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January 5, 2009

2008 Celebrity Baby Names Find Inspiration From Popular Product Brand Names

It's quite possibly the most important branding decision they'll ever make. After all, when celebrities name their offspring, they are naming an extension of themselves.

The celebrity, who typically had no say in their own eponymy, now becomes the endorsing brand for this living, breathing paparazzi target of attention. And because this target is a vehicle for growing the celebrity's brand and not simply a child, it requires purposeful brand nurturing.

On the plus side, most of these celebrities have nine months to develop the naming strategy and conduct the target market research before the brand is born. There's probably even time for a global linguistic analysis and trademark registration.

So just as art imitates life, it often imitates business. A quick look at the celebrity baby names for 2008 shows some remarkable parallels with product and service naming trends. We found 10.

#1. The Place Behind the Face
Names of cities, countries, rivers and mountain ranges have long been used to designate the origins of brands or even sur-names. In 2008, Celebrities used toponyms liberally to describe their children. Egypt evokes the exotic while Florence denotes beauty. Bronx, however, may require some explanation.


  • Amazon

  • Oshkosh
  • Olympus_Logo.gif
  • Olympus

  • Alamo
  • johnsonville.gif
  • Newport

  • Johnsonville


  • Bronx by Ashlee Simpson and Pete Wentz

  • Egypt by Paris Bennett

  • India by Marisol Nichols and Taron Lexton

  • Florence by Toni Collette

  • Dakota by Jessica Lynch

#2. Names that Feed our Imaginations
Brands that are similes for food nourish our emotions. Many feed our mental sweet tooth as well. Celebrity babies in 2008 received a mix of sweet and savory appellations.


  • Blackberry
  • Apple-logo.gif
  • Chocolate

  • Apple


  • Clementine by Ethan Hawke

  • Coco by Diane Farr and Seung Chung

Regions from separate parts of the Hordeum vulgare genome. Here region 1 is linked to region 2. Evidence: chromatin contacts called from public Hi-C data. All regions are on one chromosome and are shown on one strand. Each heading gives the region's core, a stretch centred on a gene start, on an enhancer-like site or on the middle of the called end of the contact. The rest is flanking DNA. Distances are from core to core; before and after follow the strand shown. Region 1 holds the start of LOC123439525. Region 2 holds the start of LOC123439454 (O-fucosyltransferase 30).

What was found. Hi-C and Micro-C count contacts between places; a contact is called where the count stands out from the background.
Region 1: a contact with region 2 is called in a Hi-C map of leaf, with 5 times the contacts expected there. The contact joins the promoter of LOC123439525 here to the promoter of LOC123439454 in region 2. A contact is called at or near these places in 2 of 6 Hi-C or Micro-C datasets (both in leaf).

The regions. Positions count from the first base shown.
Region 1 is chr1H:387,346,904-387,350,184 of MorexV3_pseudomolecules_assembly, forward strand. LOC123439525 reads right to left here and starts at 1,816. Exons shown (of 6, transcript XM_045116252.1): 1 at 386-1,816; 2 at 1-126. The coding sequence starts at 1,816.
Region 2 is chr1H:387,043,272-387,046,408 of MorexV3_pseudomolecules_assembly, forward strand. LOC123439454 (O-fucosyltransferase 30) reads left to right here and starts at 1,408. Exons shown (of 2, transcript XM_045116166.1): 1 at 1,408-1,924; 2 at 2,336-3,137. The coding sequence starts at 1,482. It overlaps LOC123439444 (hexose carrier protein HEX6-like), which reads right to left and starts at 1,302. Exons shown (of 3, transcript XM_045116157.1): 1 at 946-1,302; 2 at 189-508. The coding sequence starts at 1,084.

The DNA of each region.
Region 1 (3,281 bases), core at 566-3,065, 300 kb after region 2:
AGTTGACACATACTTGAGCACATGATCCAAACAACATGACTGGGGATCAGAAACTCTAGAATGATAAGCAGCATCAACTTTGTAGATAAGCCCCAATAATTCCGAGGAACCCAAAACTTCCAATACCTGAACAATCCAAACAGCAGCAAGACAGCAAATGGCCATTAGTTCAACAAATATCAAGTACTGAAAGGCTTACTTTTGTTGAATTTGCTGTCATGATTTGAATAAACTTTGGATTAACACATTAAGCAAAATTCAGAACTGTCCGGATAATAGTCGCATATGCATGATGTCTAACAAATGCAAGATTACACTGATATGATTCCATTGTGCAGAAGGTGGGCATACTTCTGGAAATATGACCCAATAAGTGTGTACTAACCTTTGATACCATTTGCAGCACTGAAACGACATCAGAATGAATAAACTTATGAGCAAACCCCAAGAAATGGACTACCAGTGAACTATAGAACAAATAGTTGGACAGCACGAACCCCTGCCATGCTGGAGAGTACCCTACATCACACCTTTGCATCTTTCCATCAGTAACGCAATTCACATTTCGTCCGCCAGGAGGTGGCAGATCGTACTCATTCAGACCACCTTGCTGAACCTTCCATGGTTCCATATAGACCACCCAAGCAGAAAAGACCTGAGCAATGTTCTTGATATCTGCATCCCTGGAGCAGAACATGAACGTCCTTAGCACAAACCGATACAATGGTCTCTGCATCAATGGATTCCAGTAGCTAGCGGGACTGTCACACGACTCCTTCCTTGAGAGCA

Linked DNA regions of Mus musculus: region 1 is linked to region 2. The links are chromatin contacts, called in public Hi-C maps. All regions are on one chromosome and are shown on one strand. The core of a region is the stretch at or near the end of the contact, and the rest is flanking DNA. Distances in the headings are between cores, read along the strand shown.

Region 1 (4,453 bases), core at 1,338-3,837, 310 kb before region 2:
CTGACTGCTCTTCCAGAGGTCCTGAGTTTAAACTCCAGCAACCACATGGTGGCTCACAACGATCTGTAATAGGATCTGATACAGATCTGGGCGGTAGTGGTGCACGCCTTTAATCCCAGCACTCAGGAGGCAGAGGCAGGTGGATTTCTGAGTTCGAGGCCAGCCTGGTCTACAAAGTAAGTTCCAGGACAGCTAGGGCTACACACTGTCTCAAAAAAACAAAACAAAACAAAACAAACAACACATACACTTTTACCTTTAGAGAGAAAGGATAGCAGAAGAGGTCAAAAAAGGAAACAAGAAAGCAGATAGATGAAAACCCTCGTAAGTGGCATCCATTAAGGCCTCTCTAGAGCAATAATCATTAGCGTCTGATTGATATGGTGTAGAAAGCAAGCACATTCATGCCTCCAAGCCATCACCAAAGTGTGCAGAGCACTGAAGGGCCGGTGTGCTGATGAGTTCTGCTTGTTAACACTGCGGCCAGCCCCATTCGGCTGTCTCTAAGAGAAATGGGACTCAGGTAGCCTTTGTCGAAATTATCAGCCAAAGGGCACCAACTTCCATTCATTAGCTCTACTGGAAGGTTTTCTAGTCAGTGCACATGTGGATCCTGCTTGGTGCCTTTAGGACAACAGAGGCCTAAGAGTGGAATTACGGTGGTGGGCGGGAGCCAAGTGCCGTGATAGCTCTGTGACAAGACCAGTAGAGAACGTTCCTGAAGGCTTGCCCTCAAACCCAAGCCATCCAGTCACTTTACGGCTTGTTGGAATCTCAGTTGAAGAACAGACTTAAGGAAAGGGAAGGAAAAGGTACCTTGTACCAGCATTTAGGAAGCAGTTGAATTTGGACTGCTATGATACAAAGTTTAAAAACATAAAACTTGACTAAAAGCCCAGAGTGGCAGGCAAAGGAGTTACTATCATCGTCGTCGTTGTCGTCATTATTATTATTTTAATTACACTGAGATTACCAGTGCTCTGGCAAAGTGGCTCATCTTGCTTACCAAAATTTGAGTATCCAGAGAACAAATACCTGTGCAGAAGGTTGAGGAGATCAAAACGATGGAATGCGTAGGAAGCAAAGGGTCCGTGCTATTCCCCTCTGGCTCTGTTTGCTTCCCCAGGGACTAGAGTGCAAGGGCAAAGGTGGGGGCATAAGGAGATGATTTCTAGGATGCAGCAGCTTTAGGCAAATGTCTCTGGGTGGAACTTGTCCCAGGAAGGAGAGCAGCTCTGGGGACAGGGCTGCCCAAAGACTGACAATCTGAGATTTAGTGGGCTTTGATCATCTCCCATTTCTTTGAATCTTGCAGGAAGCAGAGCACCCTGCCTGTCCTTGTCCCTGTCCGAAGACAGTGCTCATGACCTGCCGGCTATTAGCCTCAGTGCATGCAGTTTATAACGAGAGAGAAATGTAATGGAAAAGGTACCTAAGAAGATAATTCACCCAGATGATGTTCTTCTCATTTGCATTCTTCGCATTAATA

• Peanut by Ingo Rademacher

#3. Back to Nature
Brand names that are metaphors for the beauty and bounty of nature are comfortable and friendly. For both people and products they are approachable and unpretentious.


  • Dawn

  • Ocean Spray
  • tide_logo.gif
  • Oasis

  • Tide


  • Willow by Michelle Monaghan and also by Mark Owen and Emma Ferguson

  • Rain by Marisol Nichols and Taron Lexton

  • Winter by Nicole Richie and Joel Madden

  • Clover by Tony Hawk

  • Savannah by Marcia Cross

#4. Spiritually Uplifting
Many brands make the emotional connection to a greater power. Likewise, a few 2008 celebrity baby names take on a powerful, almost religious reverence.


  • Quaker

  • St. Jude

  • True Religion


  • Sunday by Nicole Kidman and Keith Urban

  • Trinity by Diane Farr and Seung Chung

  • Honor by Jessica Alba

#5. Eponymous and Synonymous
Name a product after a famous person and you might gain from the association of that person's favored attributes. While product brands tend to emulate founding fathers and adventurers, celebrities in 2008 have chosen a more erudite selection of intellectual subjects, excluding, perhaps the last example.


  • Samuel Adams

  • Starbucks

  • Lincoln


  • Emerson by Courtney Thorne-Smith and also by Amy Poehler and Will Arnett

  • Beckett by Stella McCartney

  • Sophocles by Jermaine Clement and Miranda Manasiadis

  • Atticus by Sam Harris and also by Tom and Mieke Dumont